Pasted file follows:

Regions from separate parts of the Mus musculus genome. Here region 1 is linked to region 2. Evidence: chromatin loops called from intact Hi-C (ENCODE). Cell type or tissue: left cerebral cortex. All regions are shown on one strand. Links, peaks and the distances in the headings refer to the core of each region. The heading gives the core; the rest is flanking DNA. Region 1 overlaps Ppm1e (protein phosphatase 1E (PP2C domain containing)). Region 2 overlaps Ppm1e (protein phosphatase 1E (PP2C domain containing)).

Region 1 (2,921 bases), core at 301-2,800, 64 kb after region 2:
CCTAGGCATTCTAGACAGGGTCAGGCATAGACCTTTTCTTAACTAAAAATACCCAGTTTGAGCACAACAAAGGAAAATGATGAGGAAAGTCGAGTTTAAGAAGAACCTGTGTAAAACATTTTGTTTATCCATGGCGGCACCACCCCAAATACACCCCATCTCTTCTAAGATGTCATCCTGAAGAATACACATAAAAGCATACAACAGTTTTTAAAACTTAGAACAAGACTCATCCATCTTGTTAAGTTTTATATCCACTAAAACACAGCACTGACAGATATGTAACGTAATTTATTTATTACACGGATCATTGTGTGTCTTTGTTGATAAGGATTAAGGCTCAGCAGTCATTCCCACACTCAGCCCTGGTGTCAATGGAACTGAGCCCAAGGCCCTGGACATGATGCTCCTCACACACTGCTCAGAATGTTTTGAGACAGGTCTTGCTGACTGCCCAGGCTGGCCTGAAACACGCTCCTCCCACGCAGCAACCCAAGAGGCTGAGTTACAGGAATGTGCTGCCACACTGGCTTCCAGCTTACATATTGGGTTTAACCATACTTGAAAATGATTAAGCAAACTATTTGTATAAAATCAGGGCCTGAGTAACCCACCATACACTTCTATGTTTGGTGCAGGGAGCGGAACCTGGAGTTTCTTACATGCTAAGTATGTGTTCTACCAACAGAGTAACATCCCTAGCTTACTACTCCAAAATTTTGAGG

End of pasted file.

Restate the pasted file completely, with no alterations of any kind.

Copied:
Regions from separate parts of the Mus musculus genome. Here region 1 is linked to region 2. Evidence: chromatin loops called from intact Hi-C (ENCODE). Cell type or tissue: left cerebral cortex. All regions are shown on one strand. Links, peaks and the distances in the headings refer to the core of each region. The heading gives the core; the rest is flanking DNA. Region 1 overlaps Ppm1e (protein phosphatase 1E (PP2C domain containing)). Region 2 overlaps Ppm1e (protein phosphatase 1E (PP2C domain containing)).

Region 1 (2,921 bases), core at 301-2,800, 64 kb after region 2:
CCTAGGCATTCTAGACAGGGTCAGGCATAGACCTTTTCTTAACTAAAAATACCCAGTTTGAGCACAACAAAGGAAAATGATGAGGAAAGTCGAGTTTAAGAAGAACCTGTGTAAAACATTTTGTTTATCCATGGCGGCACCACCCCAAATACACCCCATCTCTTCTAAGATGTCATCCTGAAGAATACACATAAAAGCATACAACAGTTTTTAAAACTTAGAACAAGACTCATCCATCTTGTTAAGTTTTATATCCACTAAAACACAGCACTGACAGATATGTAACGTAATTTATTTATTACACGGATCATTGTGTGTCTTTGTTGATAAGGATTAAGGCTCAGCAGTCATTCCCACACTCAGCCCTGGTGTCAATGGAACTGAGCCCAAGGCCCTGGACATGATGCTCCTCACACACTGCTCAGAATGTTTTGAGACAGGTCTTGCTGACTGCCCAGGCTGGCCTGAAACACGCTCCTCCCACGCAGCAACCCAAGAGGCTGAGTTACAGGAATGTGCTGCCACACTGGCTTCCAGCTTACATATTGGGTTTAACCATACTTGAAAATGATTAAGCAAACTATTTGTATAAAATCAGGGCCTGAGTAACCCACCATACACTTCTATGTTTGGTGCAGGGAGCGGAACCTGGAGTTTCTTACATGCTAAGTATGTGTTCTACCAACAGAGTAACATCCCTAGCTTACTACTCCAAAATTTTGAGG